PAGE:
Teenager Berkin Elvan died last week from a head injury sustained during protests against the Turkish government last summer.

Elvan, who was 14 years old when he died, was on his way to buy bread for his family when he was hit by a teargas cartridge fired by police during anti-government protests.

The teenager, an Alevi-Kurd who lived in Istanbul, had been in a coma for 269 days before he died.

Elvan spoke Zazaki (or Kirmanjki), which is one of the dialects of the Kurdish language currently under threat of disappearing altogether, according to the UNESCO's Atlas of the World's Languages in Danger.

Zazaki, spoken by about two million people in Dersim, Erzincan, Elazıg and Bingöl provinces in Turkey's Kurdish regions, is one of the vulnerable languages in Turkey where there are 18 languages in total in danger of extinction, Unesco reported.

Other vulnerable languages include Abkhaz, Adyge, Kabard-Cherkes, Abaza, Homshetsma, Laz, Pontic Greek, Romani, Suret and Western Armenian. All of these fall into a category of "definitely endangered" languages.

Elvan's family is originally from the Kurdish province of Dersim, which witnessed one of the most brutal mass killings of the 20<sup>th century. They were exposed to the Dersim Genocide, in which thousands of Alevi Kurds were massacred and many others were internally displaced in 1937 and 1938.

Dutch Scholar Martin van Bruinessen, an expert of the Kurdish history, refers to the events of Dersim in 1937 – 1938 as ethnocide, which aimed to destroy Kurdish ethnic identity.

Statements from witnesesses say that people from Dersim were killed en masse, by machine gun and artillery fire and in many cases, by poison gas bombs and bayonets during that period.

The corpses of some of the victims were doused with kerosene and set alight. Even the people who were hiding in caves were annihilated and women and children of some tribes were burnt alive.

Poisonous gas air bombardments were carried out alongside the torture of residents of the province.

Thousands of women and girls threw themselves into the Munzur River in order to avoid the rape and torture at the hands of Turkish soldiers, witnesses and former soldiers stated.

The thing is, the Dersim Genocide of 1937-1938 is still going on today, but in a different form.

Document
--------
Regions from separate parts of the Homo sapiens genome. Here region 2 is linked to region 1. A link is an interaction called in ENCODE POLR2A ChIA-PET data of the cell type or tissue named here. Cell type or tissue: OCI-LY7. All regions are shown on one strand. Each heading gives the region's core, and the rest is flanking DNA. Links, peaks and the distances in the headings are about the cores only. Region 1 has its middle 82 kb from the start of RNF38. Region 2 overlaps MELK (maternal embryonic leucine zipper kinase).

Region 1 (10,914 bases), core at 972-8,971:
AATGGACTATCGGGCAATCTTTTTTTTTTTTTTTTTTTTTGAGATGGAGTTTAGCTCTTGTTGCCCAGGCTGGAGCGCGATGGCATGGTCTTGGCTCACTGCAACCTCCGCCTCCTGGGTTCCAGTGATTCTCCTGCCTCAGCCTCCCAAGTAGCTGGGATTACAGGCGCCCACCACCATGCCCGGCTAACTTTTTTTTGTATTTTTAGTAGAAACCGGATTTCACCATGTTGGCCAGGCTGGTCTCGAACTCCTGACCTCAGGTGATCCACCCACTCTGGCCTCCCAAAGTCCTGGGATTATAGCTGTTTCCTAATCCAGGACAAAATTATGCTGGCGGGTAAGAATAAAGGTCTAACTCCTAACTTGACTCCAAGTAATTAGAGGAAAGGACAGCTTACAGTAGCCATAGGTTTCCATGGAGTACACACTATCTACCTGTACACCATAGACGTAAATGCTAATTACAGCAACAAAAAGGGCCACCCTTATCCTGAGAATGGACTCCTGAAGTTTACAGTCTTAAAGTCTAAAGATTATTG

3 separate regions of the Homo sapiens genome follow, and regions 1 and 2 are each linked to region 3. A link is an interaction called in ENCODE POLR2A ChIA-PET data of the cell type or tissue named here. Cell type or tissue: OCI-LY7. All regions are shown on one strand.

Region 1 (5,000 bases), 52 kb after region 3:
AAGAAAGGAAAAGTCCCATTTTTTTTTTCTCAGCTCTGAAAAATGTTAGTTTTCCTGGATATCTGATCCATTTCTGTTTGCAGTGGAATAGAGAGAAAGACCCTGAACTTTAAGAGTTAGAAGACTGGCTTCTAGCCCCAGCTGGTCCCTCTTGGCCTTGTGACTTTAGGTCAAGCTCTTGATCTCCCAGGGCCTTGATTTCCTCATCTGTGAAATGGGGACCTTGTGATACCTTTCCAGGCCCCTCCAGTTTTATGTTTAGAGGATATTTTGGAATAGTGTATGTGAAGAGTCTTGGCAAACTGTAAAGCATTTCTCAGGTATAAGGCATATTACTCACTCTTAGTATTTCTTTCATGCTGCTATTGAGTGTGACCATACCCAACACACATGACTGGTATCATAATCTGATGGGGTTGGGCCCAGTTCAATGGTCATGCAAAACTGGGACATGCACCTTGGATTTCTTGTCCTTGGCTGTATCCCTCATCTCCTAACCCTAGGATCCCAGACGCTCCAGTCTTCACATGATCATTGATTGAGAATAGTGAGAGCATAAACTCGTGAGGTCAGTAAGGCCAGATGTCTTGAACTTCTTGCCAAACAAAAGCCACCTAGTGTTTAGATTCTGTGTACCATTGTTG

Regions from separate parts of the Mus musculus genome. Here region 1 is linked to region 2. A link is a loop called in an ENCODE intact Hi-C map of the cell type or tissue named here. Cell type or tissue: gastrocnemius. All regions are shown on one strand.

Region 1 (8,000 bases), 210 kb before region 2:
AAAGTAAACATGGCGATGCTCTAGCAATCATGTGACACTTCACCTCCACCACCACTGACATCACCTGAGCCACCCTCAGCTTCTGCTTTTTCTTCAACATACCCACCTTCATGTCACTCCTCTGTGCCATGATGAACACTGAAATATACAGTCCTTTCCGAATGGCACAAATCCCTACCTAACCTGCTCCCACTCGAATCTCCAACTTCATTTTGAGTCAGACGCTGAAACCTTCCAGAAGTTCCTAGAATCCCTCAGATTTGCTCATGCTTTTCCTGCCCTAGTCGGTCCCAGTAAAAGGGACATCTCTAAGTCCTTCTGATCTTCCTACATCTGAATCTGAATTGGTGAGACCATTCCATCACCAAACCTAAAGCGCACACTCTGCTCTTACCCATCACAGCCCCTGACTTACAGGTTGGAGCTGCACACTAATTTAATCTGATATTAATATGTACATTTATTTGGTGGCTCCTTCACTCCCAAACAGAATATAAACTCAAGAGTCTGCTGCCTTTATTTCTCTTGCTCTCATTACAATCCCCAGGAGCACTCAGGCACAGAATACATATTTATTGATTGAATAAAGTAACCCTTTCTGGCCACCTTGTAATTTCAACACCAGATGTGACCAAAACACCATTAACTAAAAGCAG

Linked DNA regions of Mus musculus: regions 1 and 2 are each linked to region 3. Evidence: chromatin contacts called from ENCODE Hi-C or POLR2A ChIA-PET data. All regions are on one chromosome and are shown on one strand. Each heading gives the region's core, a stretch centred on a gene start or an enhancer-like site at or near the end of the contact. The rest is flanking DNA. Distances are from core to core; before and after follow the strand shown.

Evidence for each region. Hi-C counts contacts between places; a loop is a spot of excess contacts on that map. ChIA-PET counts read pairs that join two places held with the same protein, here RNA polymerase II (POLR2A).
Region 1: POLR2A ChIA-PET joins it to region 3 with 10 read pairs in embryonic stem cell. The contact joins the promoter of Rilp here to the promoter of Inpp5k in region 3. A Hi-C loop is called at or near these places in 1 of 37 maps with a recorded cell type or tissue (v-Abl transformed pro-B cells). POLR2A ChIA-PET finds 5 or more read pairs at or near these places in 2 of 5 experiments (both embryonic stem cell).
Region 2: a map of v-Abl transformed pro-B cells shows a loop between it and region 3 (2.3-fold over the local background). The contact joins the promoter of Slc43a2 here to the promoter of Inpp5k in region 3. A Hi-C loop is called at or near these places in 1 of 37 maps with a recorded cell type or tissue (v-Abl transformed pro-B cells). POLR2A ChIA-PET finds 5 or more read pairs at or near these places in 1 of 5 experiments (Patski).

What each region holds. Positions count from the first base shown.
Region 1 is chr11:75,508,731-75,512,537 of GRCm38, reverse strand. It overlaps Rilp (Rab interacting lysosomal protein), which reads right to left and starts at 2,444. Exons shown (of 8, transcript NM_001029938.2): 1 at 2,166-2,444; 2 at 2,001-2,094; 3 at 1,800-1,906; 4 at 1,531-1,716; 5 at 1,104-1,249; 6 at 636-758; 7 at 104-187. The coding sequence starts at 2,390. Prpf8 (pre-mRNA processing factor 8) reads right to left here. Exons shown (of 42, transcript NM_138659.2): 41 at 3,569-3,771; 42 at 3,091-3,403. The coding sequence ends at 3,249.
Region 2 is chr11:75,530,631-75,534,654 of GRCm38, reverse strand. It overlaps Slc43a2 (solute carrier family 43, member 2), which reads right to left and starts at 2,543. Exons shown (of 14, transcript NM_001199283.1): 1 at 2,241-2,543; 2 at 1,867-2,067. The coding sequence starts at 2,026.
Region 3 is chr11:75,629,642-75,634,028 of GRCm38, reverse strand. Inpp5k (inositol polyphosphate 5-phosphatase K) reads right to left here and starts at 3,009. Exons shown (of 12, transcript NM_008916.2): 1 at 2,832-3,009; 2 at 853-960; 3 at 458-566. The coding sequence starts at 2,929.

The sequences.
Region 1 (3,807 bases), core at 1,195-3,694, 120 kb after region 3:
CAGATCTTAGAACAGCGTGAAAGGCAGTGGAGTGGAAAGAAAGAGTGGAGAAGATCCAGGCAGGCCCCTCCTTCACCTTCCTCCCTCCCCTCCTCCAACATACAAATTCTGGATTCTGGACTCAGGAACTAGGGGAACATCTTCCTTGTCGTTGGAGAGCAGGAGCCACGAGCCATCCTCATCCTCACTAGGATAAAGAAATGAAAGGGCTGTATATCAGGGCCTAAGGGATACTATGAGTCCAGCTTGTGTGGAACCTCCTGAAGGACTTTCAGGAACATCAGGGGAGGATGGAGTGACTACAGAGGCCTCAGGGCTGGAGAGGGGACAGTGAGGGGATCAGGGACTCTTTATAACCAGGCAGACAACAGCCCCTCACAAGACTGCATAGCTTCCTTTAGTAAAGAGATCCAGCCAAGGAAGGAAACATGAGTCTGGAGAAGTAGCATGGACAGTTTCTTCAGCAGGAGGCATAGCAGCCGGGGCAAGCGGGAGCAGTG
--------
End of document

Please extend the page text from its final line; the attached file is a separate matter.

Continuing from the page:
Banning a language or preventing it from developing is linguistic genocide.

And this is what many languages spoken in Anatolia and Mesopotamia have been subjected to for years.

According to the Cambridge Handbook of Endangered Languages, there are four main types of causes of language endangerment, two of which are war and genocide.

Greek and Armenian people were subjected to genocidal violence by the Committee of Union and Progress (CUP), an ultra- nationalist group of Young Turks, during the late period of the Ottoman Empire. This fact has also been affirmed by the International Association of Genocide Scholars.

Greeks were also exposed to forcible resettlements, population exchanges and pogroms as a continuation of the Turkification policies of the Turkish state, which caused Pontian Greek to become an endangered language and made Cappadocian Greek extinct in Turkey.

When the language prohibitions, genocides and threats of genocides in Turkey are taken into consideration, we can conclude that all native people living in Turkey have been exposed to this type of marginalization and hegemony of the Turkish state.

The linguistic tragedies experienced in Turkey were and still are experienced in many other countries to some extent, but none of those states have prevailed in subjecting their people to those tragedies for such a long period of time.

Many linguists agree that communities that lose their language may also lose political legitimacy as a community with collective rights.

As this was what the state of Turkey aimed at from the very beginning – for all non-Turkish ethnic communities living inside its boundaries – language endangerments or language genocides have been very common in Turkey.

Turkey's official ideology, which could be summed up with the "one language, one flag, one nation, one state" slogan frequently shouted by Turkish state officials, is sadly turning Turkey into a graveyard of native languages and cultures.